Abclon's lead project is 'AC101', a new epitope HER2 antibody derived from the NEST platform. CEO Lee said, “We started by establishing a company and making HER2 antibody treatments. At the time of development, there was already a blockbuster drug called 'Herceptin (trastuzumab)', so I was asked why I was developing it." "Abclon discovered HER2 antibodies by focusing on gastric cancer, which is more common in Asia than in the West, from the beginning. Breast cancer was considered as the next priority,” he explained.
Looking at the background of Abclon's strategic decision at the time, Herceptin received marketing approval in the United States in 1998 as a treatment for HER2-positive breast cancer, and then expanded its indications to postoperative (adjuvant) therapy. However, it was only in 2010 that it was marketed as a gastric cancer treatment. According to the updated overall survival (OS) data of the ToGA, phase 3 clinical trial, which supported an approval from the US Food and Drug Administration (FDA) for Herceptin and chemotherapy combination as a first-line treatment for HER2-positive gastric cancer, the combination therapy showed a longer patient survival than conventional chemotherapy. It increased OS by about a month and a half (13.1 vs 11.7 months), which was seen as a limited result that did not meet the encouraging benefits seen with Herceptin in breast cancer.
Meanwhile Roche is starting to develop 'Perjeta (pertuzumab)' to respond to Herceptin's patent expiry. Perjeta is an antibody that targets HER2 like Herceptin, but has a different epitope with different mechanism of action from Herceptin (domain IV). Perjeta works as a new mechanism to inhibit HER2/HER3 dimer formation by targeting domain I.
CEO Lee said, “Even though Herceptin and Perjeta were discovered in the same year, they were released later to respond to the release of a Herceptin biosimilar. Perjeta is developed to use as a combination treatment along with Herceptin. When the two drugs are administered together, the response rate is higher than that of Herceptin alone. Perjeta is priced higher than Herceptin, which has already been released.”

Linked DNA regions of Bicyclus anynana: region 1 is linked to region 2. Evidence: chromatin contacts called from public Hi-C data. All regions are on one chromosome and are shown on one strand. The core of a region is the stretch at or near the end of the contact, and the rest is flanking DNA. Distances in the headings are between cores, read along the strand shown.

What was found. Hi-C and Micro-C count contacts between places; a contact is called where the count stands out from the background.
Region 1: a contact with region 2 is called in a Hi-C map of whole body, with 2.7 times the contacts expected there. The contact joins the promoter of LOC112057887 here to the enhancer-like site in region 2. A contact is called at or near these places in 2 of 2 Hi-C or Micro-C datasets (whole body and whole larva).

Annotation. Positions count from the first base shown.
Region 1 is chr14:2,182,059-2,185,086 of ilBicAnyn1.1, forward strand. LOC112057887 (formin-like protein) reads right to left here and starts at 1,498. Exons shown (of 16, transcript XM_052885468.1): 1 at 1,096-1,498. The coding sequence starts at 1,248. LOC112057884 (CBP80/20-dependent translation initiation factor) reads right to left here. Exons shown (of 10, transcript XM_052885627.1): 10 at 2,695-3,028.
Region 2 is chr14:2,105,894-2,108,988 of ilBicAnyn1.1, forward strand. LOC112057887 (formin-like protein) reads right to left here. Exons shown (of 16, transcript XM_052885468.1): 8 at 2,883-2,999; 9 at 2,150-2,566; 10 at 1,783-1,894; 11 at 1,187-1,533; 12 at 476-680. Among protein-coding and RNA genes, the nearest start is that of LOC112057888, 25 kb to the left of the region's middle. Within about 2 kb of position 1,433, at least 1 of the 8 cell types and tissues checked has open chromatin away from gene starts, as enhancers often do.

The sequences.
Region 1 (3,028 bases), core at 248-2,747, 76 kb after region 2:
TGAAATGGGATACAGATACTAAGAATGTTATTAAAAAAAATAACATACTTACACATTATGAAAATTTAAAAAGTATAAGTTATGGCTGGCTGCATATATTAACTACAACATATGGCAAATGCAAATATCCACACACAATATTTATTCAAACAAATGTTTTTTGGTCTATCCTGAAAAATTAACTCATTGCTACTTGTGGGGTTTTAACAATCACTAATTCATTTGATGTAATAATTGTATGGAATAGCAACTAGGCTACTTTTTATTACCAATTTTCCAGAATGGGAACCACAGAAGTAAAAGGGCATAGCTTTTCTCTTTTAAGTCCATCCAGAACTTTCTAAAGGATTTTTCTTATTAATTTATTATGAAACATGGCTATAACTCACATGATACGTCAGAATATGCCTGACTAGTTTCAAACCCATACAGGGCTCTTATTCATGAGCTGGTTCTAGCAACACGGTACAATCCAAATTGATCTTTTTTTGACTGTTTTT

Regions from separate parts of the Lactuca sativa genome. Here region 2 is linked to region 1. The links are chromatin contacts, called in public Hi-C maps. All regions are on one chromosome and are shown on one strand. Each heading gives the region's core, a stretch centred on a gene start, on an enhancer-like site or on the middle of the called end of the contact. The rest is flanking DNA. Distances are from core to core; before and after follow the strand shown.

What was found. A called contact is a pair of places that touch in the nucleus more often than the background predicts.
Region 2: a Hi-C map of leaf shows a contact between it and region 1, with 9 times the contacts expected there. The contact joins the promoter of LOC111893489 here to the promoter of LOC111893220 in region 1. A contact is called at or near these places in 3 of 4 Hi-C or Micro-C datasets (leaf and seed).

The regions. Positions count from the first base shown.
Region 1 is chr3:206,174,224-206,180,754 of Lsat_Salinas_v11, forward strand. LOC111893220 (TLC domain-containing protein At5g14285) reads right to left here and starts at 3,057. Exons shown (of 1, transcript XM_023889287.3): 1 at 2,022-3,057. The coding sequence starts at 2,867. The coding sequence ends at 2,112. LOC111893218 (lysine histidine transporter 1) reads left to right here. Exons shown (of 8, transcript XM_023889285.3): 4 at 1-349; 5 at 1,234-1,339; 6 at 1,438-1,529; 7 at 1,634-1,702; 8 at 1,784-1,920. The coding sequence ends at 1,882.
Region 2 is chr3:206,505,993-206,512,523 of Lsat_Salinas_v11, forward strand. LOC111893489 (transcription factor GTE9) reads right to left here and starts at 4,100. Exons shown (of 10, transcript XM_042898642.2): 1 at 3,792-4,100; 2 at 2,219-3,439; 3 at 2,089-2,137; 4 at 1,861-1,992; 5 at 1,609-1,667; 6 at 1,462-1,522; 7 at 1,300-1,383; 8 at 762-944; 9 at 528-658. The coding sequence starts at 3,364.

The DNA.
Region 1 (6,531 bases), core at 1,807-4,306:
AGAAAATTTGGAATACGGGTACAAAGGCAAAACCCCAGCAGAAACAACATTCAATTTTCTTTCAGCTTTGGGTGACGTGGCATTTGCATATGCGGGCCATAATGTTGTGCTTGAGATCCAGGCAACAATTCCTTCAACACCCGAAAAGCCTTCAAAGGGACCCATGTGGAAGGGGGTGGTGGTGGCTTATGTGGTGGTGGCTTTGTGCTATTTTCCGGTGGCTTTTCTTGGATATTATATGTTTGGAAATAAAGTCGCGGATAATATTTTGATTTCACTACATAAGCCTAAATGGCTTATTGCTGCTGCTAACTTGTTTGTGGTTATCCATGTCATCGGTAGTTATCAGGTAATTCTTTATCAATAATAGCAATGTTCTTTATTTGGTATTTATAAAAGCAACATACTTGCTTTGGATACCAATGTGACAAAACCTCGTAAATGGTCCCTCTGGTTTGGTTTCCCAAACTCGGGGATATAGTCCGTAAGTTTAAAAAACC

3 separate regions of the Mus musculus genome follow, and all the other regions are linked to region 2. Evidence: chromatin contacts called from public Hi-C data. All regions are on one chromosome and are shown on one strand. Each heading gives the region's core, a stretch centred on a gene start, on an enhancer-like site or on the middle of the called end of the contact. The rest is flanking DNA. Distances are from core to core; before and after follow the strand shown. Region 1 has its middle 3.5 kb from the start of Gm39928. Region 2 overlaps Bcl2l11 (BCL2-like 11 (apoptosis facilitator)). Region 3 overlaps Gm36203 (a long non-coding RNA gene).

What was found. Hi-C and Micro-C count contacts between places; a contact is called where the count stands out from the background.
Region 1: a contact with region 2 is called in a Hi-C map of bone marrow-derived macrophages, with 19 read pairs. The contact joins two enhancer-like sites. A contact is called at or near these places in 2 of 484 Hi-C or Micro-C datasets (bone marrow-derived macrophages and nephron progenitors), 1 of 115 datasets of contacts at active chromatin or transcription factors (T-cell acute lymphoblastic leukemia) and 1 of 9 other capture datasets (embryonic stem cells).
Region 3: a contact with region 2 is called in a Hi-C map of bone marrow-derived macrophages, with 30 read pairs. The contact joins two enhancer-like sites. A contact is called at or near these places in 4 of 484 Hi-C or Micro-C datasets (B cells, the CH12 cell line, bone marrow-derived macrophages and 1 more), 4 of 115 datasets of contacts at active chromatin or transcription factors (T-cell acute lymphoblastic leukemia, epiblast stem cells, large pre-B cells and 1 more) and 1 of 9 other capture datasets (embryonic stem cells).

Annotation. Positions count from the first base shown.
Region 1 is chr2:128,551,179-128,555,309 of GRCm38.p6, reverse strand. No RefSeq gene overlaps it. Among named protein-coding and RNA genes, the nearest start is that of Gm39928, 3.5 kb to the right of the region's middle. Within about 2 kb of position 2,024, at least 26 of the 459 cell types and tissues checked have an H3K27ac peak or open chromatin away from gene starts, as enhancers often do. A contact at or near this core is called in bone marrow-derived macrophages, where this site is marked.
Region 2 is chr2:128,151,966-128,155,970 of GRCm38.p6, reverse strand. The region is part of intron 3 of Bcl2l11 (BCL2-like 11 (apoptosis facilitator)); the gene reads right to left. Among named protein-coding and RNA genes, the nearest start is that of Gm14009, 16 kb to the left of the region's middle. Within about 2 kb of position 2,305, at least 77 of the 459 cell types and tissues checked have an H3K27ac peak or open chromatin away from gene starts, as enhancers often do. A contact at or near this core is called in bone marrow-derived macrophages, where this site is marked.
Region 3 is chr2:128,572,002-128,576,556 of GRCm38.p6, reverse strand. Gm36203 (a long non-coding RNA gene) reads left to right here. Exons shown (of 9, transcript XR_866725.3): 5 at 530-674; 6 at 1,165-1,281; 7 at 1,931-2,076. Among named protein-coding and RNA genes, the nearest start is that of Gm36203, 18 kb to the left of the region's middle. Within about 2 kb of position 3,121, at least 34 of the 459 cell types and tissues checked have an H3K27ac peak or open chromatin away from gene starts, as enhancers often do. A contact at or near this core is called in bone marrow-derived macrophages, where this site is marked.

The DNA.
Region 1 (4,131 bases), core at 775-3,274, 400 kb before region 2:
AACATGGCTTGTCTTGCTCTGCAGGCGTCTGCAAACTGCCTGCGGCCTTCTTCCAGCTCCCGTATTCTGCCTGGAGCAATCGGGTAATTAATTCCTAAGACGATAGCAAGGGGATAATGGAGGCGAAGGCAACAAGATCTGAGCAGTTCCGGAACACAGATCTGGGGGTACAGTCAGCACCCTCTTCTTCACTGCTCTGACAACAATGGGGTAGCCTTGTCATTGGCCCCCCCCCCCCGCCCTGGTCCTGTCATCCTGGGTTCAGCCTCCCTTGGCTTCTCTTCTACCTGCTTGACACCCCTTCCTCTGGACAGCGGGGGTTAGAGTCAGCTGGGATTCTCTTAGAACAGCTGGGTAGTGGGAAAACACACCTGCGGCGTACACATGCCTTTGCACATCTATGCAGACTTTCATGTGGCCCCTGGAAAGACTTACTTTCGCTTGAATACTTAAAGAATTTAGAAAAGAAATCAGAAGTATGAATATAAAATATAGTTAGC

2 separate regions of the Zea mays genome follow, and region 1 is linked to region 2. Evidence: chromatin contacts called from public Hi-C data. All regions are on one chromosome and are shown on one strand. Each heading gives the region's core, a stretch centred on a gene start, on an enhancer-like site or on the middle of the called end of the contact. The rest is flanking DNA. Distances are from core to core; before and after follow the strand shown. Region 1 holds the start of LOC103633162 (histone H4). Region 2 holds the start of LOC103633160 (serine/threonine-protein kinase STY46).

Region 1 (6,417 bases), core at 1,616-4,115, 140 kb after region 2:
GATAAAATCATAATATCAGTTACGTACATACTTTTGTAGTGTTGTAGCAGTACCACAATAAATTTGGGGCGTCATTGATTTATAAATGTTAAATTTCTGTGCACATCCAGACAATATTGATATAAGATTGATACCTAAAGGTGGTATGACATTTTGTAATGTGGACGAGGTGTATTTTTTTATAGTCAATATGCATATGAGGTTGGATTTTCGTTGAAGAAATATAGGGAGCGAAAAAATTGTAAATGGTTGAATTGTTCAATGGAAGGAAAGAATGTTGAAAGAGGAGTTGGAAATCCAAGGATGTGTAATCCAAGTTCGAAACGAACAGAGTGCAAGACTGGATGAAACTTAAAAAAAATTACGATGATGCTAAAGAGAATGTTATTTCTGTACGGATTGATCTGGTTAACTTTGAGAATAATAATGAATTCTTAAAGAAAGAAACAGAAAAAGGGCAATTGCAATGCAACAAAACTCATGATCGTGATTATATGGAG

Perjeta is also a drug that has gone through twists and turns in the development process. Genentech, the original developer, conducted phase 2 clinical trials with Perjeta alone in the mid-2000s, but failed one after another in solid cancers such as breast, prostate and ovarian cancer and eventually stopped development. Then, when Roche acquired Genentech in 2009, it promoted clinical development of combination administration, and in 2012, it was launched as a treatment for HER2 breast cancer, steadily expanding the market as an initial treatment.
However, the Herceptin and Perjeta combination administration strategy could not overcome the barrier of gastric cancer. In 2017, Roche announced the failure of JACOB phase 3 clinical trial for the Perjeta combination therapy for gastric cancer, and eventually failed to be marketed as a gastric cancer treatment, and the HER2 ADC 'Kadcyla', which combines Herceptin with anticancer drug, also failed in gastric cancer.
Abclon started with a similar idea, but from the beginning of development, it had a different goal of treating gastric cancer, which is a highly common disease in Asian patients. AC101 found by Abclon binds to the HER2 extracellular domain I like Herceptin, and according to CEO Lee, its mechanism is to completely block HER2 signal transduction by clamping the opposite side of the site where Herceptin binds.
Abclon confirmed that the combined administration of AC101 and Herceptin in a preclinical gastric cancer model had a higher inhibitory efficacy in tumor growth than the single administration of Herceptin or the combined administration of Perjeta. CEO Lee said, "Based on this data, I visited leading biosimilar companies at home and abroad to propose commercialization. And the strategy worked for Henlius, the largest biosimilar company in China at the time.”
Finally, in 2016, Abclon licensed out the rights to AC101 in China to Henlius for $16.5 million, including a $1.5 million down payment. Henlius is a company that launched rituximab biosimilar (brand name: Hanlikang) as the first biosimilar in China in 2019. Henlius released a total of four biosimilars the following year, including a Herceptin biosimilar in China, and while expanding its portfolio with new drugs. It also launched its own PD-1 antibody last year (as of March 2023).